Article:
Consumers ditch plans to save as holiday season looms

New survey shows sentiment towards saving is at its lowest since February

According to the survey, 21.6 per cent of respondents said they weren’t saving enough, as against 13.5 per cent a month earlier

According to the survey, 21.6 per cent of respondents said they weren’t saving enough, as against 13.5 per cent a month earlier

 

As the run-up to Christmas gets underway Irish consumers have little interest in putting money aside for a rainy day, a new survey shows.

The latest Nationwide UK (Ireland)/ESRI Savings Index, which measures overall sentiment towards saving, fell to its lowest since February last month.

The index fell from 129 in September to 108 in October, with consumers expressing pessimism about their ability to save in the current climate.

The Savings Attitude sub-index, one of two sub-indices that make up the main index, declined by 35 index points to 104. The Savings Environment sub-index, which asks if people believe that now is a good time to save, fell from 119 points in September to 113 in October.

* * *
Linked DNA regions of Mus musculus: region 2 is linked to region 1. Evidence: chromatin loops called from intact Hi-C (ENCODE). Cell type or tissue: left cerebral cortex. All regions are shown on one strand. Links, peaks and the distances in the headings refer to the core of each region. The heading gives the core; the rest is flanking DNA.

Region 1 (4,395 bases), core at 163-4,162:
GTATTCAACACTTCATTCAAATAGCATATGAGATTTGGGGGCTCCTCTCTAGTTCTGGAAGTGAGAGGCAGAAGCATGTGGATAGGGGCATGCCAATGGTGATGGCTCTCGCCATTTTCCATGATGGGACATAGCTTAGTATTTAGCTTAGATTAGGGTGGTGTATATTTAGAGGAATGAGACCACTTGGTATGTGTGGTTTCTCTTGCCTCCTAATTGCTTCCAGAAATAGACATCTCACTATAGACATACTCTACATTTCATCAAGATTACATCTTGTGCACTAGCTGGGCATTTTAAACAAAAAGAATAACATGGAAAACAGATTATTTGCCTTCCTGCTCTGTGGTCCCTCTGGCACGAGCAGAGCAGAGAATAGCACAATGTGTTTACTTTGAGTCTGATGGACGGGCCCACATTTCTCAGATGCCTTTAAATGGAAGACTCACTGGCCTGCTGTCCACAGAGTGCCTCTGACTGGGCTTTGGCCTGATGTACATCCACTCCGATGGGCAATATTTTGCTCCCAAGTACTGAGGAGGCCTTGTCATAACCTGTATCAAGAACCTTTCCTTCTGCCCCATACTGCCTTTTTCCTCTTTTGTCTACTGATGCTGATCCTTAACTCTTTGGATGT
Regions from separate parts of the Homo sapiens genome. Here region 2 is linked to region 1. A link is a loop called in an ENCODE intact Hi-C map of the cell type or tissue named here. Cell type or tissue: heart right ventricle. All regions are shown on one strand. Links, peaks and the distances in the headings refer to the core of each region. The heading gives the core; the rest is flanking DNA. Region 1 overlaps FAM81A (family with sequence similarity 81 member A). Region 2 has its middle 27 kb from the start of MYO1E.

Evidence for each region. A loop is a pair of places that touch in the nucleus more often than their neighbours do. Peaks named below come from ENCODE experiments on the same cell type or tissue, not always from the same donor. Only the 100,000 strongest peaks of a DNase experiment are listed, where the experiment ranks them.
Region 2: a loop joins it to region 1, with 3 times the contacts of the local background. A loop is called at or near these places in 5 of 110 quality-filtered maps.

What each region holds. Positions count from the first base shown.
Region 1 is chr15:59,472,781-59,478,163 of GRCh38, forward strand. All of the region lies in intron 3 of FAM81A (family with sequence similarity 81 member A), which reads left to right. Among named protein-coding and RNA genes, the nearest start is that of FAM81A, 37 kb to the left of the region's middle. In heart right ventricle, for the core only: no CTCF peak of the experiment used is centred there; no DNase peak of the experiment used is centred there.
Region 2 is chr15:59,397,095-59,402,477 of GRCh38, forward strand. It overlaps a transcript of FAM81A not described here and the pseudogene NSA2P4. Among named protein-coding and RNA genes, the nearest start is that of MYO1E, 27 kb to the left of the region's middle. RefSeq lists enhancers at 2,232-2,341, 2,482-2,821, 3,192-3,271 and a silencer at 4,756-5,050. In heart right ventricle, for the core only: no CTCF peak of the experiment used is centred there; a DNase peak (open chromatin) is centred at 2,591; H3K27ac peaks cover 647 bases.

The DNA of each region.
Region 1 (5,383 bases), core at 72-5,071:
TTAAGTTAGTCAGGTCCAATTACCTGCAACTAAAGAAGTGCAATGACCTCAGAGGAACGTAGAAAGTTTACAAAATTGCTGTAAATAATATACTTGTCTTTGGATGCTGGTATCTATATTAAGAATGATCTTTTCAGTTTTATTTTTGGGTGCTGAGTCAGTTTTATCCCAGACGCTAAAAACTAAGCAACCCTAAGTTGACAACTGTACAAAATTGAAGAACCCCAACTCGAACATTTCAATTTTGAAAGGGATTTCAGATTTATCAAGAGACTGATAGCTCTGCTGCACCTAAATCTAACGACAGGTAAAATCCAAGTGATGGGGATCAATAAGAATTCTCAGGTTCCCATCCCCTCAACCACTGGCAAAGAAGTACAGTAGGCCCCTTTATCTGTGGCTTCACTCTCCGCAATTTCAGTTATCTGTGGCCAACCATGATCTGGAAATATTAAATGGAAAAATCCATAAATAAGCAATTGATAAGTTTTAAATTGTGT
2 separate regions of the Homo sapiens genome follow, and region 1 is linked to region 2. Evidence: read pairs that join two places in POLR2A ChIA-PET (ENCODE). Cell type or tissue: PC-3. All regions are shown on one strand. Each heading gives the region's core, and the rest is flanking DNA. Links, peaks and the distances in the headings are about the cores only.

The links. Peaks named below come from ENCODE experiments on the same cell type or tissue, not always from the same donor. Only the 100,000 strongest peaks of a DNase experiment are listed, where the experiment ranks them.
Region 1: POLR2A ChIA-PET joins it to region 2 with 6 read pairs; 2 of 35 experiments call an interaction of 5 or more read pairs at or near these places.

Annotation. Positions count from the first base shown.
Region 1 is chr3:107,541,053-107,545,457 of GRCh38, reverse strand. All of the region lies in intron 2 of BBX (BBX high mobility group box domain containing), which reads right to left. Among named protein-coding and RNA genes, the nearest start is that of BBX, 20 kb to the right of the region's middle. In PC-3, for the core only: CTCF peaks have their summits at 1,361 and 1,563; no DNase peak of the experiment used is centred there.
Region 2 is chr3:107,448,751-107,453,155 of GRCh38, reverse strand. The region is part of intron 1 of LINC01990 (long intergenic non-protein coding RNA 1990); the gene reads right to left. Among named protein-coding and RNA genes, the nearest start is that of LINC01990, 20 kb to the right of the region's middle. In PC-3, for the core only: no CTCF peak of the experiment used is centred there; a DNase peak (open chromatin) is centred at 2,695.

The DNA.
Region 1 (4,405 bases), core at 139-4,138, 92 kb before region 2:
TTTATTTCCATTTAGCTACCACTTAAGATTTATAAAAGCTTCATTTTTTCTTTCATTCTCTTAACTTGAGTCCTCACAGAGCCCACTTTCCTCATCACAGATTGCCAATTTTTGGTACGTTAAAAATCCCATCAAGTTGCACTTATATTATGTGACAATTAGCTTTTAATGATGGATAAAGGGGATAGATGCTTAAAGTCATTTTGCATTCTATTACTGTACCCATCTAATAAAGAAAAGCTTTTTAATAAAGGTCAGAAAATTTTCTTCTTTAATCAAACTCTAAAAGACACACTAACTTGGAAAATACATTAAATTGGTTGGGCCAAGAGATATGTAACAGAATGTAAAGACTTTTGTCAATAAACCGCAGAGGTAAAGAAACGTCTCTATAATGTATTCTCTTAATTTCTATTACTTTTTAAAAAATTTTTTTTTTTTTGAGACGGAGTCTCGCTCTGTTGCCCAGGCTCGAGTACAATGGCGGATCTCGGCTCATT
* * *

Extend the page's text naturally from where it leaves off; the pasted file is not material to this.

According to the survey, 21.6 per cent of respondents said they weren’t saving enough, as against 13.5 per cent a month earlier. Meanwhile, the number of people who believe now is a good time to save fell by 12.5 index points, with older people in particularly feeling that now is a bad time to be saving.

As many as 45 per cent of respondents said they would use any surplus cash they had to pay off debts, up from 40 per cent in September. A further 10 per cent said they would spend any extra money they had, down 16 per cent on the prior month. Some 8 per cent said they would invest any additional funds.

``It seems that post-budget, consumers’ attitudes toward savings have dipped. In part the change in sentiment can be explained by seasonal factors. With Christmas approaching consumers are under more pressure to spend money and many will expect outlay to increase in the coming weeks. This is reflected in the results, which show an increase in those who don’t feel they can save enough,” said Nationwide UK (Ireland) managing director Brendan Synnott.